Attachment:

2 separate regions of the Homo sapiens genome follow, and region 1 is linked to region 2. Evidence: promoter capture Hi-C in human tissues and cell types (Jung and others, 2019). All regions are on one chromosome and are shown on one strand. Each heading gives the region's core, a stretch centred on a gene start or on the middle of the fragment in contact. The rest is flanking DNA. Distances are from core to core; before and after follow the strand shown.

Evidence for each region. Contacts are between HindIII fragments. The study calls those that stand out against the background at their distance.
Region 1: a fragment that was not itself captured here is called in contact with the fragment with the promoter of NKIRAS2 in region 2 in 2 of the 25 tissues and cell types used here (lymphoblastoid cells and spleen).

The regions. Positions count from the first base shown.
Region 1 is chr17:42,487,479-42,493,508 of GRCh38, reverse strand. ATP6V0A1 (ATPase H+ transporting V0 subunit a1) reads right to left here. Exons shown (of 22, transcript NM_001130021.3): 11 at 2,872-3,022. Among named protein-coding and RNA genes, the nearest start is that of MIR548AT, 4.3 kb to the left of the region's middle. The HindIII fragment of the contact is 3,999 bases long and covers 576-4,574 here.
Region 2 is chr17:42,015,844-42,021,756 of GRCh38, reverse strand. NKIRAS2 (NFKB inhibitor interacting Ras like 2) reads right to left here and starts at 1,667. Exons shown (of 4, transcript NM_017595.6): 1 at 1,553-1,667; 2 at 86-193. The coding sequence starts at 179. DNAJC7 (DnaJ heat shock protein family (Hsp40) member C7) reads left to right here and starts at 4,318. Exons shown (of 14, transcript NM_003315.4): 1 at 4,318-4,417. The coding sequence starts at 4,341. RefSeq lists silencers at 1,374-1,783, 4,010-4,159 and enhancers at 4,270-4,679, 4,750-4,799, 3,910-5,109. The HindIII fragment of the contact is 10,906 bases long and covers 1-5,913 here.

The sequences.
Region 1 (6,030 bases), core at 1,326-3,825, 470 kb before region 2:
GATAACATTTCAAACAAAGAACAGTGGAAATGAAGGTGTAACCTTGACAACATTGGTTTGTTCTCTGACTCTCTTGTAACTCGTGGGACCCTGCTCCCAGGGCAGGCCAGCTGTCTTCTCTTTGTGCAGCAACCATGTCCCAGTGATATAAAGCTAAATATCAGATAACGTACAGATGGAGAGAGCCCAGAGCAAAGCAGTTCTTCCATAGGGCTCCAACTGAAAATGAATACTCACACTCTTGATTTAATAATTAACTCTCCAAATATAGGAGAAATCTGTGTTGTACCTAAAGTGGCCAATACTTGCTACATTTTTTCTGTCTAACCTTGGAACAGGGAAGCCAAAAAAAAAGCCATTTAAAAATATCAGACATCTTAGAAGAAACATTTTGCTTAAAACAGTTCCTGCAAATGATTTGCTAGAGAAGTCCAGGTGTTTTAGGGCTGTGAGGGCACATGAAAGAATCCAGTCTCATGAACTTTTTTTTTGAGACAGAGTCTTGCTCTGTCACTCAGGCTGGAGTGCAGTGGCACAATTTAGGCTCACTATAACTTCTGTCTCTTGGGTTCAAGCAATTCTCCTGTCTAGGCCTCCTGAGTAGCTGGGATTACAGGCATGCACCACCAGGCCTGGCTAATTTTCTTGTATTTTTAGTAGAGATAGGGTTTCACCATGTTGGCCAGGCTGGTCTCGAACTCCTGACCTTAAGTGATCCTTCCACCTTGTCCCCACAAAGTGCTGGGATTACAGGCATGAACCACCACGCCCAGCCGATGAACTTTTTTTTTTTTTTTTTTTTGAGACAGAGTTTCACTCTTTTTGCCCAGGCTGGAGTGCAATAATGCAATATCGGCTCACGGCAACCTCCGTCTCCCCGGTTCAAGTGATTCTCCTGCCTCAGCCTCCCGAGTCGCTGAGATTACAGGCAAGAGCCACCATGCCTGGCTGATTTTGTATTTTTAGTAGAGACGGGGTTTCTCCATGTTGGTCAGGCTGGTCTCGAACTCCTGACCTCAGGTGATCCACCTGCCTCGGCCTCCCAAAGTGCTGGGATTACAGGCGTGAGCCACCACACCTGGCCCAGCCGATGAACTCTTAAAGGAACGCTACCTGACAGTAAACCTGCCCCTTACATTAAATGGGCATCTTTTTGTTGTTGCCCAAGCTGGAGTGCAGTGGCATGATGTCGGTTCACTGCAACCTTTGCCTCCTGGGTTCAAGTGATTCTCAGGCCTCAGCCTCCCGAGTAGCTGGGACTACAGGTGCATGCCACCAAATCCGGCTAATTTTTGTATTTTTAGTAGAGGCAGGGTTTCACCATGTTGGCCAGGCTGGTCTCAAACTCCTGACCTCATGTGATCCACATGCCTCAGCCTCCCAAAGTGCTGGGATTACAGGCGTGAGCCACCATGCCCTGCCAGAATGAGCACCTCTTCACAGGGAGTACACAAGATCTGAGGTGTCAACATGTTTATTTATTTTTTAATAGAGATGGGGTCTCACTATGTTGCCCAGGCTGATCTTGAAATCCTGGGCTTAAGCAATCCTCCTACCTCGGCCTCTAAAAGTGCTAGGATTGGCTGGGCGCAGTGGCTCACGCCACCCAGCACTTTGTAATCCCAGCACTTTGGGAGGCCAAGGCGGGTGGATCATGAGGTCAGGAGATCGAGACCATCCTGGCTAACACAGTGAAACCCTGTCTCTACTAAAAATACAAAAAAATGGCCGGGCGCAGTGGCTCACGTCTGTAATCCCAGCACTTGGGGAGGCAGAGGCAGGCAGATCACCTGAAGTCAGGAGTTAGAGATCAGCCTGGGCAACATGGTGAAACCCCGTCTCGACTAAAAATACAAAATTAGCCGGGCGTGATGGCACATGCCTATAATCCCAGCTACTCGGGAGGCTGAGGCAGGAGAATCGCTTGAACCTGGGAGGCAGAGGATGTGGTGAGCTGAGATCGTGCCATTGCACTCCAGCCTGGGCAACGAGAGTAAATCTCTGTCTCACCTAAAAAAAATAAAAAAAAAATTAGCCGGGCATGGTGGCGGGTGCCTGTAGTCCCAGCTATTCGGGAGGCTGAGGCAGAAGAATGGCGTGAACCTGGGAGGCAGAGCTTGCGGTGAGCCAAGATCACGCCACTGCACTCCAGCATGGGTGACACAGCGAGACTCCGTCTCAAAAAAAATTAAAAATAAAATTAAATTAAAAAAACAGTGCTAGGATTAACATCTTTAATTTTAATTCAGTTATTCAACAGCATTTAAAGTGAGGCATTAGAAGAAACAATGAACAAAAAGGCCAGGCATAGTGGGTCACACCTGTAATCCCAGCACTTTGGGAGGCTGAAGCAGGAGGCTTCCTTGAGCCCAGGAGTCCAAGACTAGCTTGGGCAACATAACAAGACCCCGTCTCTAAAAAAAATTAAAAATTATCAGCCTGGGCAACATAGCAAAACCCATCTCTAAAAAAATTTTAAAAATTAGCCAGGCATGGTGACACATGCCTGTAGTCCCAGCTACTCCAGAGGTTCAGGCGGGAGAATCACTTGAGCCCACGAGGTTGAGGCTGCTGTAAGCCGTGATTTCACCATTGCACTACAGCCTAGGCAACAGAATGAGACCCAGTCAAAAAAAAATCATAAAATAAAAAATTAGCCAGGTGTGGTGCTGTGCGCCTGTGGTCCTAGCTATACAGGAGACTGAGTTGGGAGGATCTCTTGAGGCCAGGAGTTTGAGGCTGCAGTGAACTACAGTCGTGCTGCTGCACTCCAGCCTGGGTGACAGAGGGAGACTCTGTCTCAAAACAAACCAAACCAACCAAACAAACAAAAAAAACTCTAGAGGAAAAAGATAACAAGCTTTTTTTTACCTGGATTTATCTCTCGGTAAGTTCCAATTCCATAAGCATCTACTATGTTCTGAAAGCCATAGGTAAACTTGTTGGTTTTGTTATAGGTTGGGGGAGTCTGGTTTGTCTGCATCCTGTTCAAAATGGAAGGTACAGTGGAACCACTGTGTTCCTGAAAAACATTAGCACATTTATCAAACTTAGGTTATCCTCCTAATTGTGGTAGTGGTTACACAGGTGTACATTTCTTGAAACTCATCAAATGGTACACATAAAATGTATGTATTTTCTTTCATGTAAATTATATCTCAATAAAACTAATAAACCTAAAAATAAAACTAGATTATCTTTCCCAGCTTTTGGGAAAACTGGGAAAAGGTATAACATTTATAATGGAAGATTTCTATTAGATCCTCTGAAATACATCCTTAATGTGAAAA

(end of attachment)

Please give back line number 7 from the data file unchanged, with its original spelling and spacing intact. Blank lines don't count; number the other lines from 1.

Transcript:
The sequences.